Formerly the executive chef of Les Ambassadeurs, Christian Constant has spun his well-earned celebrity into a mini empire of four restaurants, located practically side by side on Rue St. Dominique, near the Eiffel Tower. His establishments range from the pricey, high-design Le Violon d'Ingres (33-1-45-55-15-05; www.leviolondingres.com) to this unassuming corner café. And they all turn out some of the best food you'll eat in Paris. Café Constant's market-based menu is ever-changing, but the neighborhood regulars seated cheek by jowl on bentwood bistro chairs or burgundy-colored banquettes might be tucking into, for example, house-made foie gras terrines, roasted Bresse chicken, crispy phyllo purses stuffed with shrimp and basil, or plump chocolate dumplings. The wines are affordable—try the flinty Quincy from Philippe Portier or inky Côtes du Rhône from Perrin—and the weekday prix-fixe lunch is an excellent value at about $30. Reservations are not accepted, but if you arrive at noon for lunch, or 7:30 pm for dinner, you probably won't have to wait. Once installed, you can relax: Service is swift yet startlingly courteous, and the staff doesn't rush to turn tables.

Open Tuesdays through Saturdays noon to 2:30 pm and 7:30 to 10:30 pm.

Café des Musées
49 Rue de Turenne
Paris
France 75003
Tel: 33 1 42 72 96 17
Metro: St. Paul or Chemin Vert

Talented chef François Chenel's flavorful, classic bistro food follows the seasons and comes at bargain prices. The daily prix fixe (about $30) might include upside-down foie gras custard, roasted free-range chicken, and a fruit tart in a perfect, buttery crust. The à la carte menu always includes house-smoked Scottish salmon, cold cuts made from heirloom cochon noir de Bigorre, luscious chicken-liver and Calvados terrine, grilled rib eye with béarnaise sauce and thick-cut fries, a casserole of fresh market vegetables flavored with marjoram-perfumed oil, and a daily fish dish (perhaps whole lingcod). A selection of artisanal cheeses or homey desserts such as fruit crumble or chocolate terrine finish the meal. The half dozen wines (by the carafe or glass) include a fine white Viré-Clessé Domaine de la Bongran from Jean Thévenet. Decor isn't this corner café's strong suit (tile and plank floors, vinyl banquettes, bentwood chairs, chalkboards, and cheek-by-jowl seating), but it's hard to imagine friendlier service; a more pleasant, casual atmosphere; or a better location—halfway between Place des Vosges and the Picasso Museum. At lunch or dinner, you'll mix with local regulars and savvy travelers on the Marais beat.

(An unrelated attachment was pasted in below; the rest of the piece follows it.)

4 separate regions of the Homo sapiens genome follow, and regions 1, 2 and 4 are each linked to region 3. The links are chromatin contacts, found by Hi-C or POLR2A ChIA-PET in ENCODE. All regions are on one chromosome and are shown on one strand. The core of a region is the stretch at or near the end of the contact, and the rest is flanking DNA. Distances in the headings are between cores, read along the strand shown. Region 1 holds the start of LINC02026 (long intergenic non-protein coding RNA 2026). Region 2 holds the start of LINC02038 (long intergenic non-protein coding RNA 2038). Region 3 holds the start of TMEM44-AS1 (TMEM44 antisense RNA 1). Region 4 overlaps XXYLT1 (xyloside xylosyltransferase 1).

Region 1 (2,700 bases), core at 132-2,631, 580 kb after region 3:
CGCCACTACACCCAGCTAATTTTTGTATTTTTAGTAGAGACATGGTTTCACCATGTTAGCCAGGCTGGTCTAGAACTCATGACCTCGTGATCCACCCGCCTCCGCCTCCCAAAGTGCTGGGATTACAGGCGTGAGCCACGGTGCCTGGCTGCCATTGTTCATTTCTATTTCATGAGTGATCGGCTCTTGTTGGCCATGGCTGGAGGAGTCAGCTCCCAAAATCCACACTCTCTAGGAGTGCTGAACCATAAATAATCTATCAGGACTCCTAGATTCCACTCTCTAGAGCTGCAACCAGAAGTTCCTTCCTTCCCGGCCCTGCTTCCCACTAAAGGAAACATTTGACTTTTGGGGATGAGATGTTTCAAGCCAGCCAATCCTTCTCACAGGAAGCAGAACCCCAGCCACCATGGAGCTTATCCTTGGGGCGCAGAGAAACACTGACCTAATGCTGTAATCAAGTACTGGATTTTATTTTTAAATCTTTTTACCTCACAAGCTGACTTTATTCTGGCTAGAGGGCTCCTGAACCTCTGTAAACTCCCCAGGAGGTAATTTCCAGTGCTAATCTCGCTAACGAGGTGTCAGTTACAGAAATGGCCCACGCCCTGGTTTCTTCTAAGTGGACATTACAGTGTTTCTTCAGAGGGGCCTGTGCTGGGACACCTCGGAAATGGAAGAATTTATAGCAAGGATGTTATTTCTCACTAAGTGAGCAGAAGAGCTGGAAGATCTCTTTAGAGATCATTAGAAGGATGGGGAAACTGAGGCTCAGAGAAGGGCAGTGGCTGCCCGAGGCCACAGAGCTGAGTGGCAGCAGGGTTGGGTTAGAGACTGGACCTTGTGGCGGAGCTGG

Open daily noon to 3 pm and 7 to 11 pm.

Chez Les Anges
54 Boulevard de La Tour-Maubourg
Paris
France 75007
Tel: 33 1 47 05 89 86
Metro: La Tour-Maubourg
www.chezlesanges.com

Cool jazz on the sound system, a sunny veranda, and a cool, modern bar: That's how Jacques and Catherine Lacipiere—the husband-and-wife team also behind Au Bon Accueil (14 Rue de Monttessuy; 33-1-47-05-46-11)—have reinvented this former Burgundian bastion located within a Champagne cork's flight of Les Invalides. Catherine greets guests and takes orders at lunch; Jacques does the same at dinner. This is pure market cuisine, the daily changing menu punctuated by fabulous wild fish, wild mushrooms, and seasonal game. To start, try escabèche of mackerel with capers and parsley sauce or succulent boned quail with a perfect soft-boiled egg on a bed of fresh spinach. Follow with thickly sliced pan-fried calf's liver with coarse salt and roasted shallot, or an intensely flavorful Bresse hen cooked in its own juices and served with dreamy mashed potatoes. At lunch expect politicians, journalists, and museumgoers (from the Rodin and Invalides), and at dinner, chummy regulars: a mix of ladies in designer jeans and pearl necklaces, gentlemen in blue blazers.

Open daily noon to 2:30 pm and 7:30 to 10:30 pm.

Dominique Bouchet
11 Rue Treilhard
Paris
France 75008
Tel: 33 1 45 61 09 46
Metro: Miromesnil or Saint Augustin
www.dominique-bouchet.com

At a time when many new restaurants in Paris spin on a "concept" or gimmick, chef Dominique Bouchet's eponymous spot next to the Marché de l'Europe upholds the time-honored theme that's made it a word-of-mouth success since it opened in 2004: excellent traditional French cooking. Better still, superb dishes such as roast sea bass on a bed of fingerling potatoes mashed with vanilla-perfumed olive oil, capers, and lemon; lamb marinated in red wine for a full day, then slow cooked with cocoa for seven hours; and a charlotte of crab, avocado, green apple, tomato, and fresh mango are served by cheerful waiters in a comfortable dining room with ebony-stained wood tables. Desserts are homey—a white peach simply poached in vanilla syrup and served with Champagne granita, for instance—and even the least expensive wines are great drinking.